How the 'Crystal Methodist' left his mark on adland
A view from Jeremy Lee

How the 'Crystal Methodist' left his mark on adland

If it were just a coincidence that Joint London chose to launch the "new" TSB with the tale of its benevolent philanthropist founder, the Reverend Henry Duncan, in an ad called "the story", it now looks a rather ironic and poignant one in the light of the Co-operative Bank scandal.

The Co-operative Bank, under the leadership of the apparently less-than-divine Methodist minister the Reverend Paul Flowers, was of course supposed to buy TSB (then known as Project Verde). However, when the scale of its financial shortcomings under Flowers unfolded, the sale was quickly aborted. The "story" of Flowers – who breathtakingly was also a moral guardian (or political placeman, depending on your point of view) as a former member of the Advertising Standards Authority – is one that his Scottish Presbyterian antecedent would surely find incomprehensible.

Away from the astonishing morality or otherwise of Flowers’ behaviour, in advertising’s own parochial way, the failed deal has resulted in Joint’s role being expanded.

Originally hired for the consumer launch of the TSB brand, the agency will now also be responsible for an expected IPO at some point early next year. Flowers’ rent boy, expenses and drugs scandal has inadvertently provided a surprising and hefty boost to the nascent agency’s billings – so every cloud, eh?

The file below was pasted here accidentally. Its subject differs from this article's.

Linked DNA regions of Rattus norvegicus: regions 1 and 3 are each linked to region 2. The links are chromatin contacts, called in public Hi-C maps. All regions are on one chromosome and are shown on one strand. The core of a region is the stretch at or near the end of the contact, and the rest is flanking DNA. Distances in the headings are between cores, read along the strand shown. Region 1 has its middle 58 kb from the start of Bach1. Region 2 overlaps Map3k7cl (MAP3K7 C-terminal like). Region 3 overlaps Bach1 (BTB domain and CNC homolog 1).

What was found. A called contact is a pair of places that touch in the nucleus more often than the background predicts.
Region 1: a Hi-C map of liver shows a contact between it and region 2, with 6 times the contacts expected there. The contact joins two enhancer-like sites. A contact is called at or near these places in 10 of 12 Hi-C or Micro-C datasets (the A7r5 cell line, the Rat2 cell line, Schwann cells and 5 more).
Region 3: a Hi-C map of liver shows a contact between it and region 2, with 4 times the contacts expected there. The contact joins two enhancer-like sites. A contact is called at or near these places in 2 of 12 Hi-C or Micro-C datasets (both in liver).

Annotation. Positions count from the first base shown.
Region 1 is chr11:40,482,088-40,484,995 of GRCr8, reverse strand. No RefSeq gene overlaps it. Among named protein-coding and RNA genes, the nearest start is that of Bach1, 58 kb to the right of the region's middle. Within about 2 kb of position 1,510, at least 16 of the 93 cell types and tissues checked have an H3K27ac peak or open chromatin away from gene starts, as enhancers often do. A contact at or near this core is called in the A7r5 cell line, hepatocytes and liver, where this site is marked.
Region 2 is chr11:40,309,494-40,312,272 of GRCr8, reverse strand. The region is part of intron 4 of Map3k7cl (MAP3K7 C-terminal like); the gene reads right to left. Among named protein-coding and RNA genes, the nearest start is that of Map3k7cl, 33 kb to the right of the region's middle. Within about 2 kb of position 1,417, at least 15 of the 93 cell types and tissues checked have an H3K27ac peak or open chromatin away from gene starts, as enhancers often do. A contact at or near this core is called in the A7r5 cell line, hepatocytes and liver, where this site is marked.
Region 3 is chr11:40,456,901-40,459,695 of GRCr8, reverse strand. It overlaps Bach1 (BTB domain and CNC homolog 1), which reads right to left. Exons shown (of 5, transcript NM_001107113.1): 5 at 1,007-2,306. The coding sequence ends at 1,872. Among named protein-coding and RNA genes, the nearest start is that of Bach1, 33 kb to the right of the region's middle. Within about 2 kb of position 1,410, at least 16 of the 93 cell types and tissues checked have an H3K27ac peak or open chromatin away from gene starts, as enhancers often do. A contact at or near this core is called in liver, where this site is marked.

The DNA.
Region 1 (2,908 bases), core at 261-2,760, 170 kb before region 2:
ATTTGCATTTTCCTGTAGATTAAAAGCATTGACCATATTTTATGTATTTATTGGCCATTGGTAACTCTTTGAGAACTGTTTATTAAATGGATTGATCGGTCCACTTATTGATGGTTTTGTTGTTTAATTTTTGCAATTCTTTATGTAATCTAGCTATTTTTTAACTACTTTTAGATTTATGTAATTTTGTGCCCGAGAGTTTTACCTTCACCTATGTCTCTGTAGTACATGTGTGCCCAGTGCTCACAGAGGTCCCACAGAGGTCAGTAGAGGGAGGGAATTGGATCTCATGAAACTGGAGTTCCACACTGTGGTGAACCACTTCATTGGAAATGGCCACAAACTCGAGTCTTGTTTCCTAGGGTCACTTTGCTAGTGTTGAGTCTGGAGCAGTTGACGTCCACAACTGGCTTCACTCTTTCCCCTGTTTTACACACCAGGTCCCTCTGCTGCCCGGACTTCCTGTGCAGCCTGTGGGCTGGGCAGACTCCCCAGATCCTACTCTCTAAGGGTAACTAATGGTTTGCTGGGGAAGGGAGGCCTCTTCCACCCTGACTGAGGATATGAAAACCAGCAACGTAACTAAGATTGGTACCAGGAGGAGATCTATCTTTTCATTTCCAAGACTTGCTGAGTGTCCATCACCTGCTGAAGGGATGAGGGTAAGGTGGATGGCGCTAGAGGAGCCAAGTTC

For Leo Burnett, which handles the rest of The Co-operative Group’s advertising account, the failed deal is not only an opportunity that has now passed it by but also a communications problem in dealing with its aftermath.

The Flowers scandal has provided a surprising and hefty boost to Joint's billings - so every cloud, eh?

Just earlier this month, Burnett launched its first work post-Co-operative Bank rescue but pre-drugs scandal. Designed to reassure customers that, despite no longer being majority-owned by The Co-operative Group, the bank still upheld its high ethical code, it now looks rather laughable. Good luck, then, to the planners who have to try to work their way out of this particular mess – whatever fee the agency manages to extricate from the group, they will definitely have earned it. Burnett has also created beautiful and moving work for The Co-operative Funeralcare, but the damage to the masterbrand has yet to be fully established.

And so back to Joint. Expectations of this start-up were particularly high and, having now successfully launched TSB and with attractive campaigns for BHS and Google now under its belt, the shop has more than answered those who have sniped throughout the year that it has "been quiet".

Joint’s industry would therefore appeal to the Reverend Duncan – even if a psychostimulant-laced version of its name might attract the attention of the Reverend Flowers.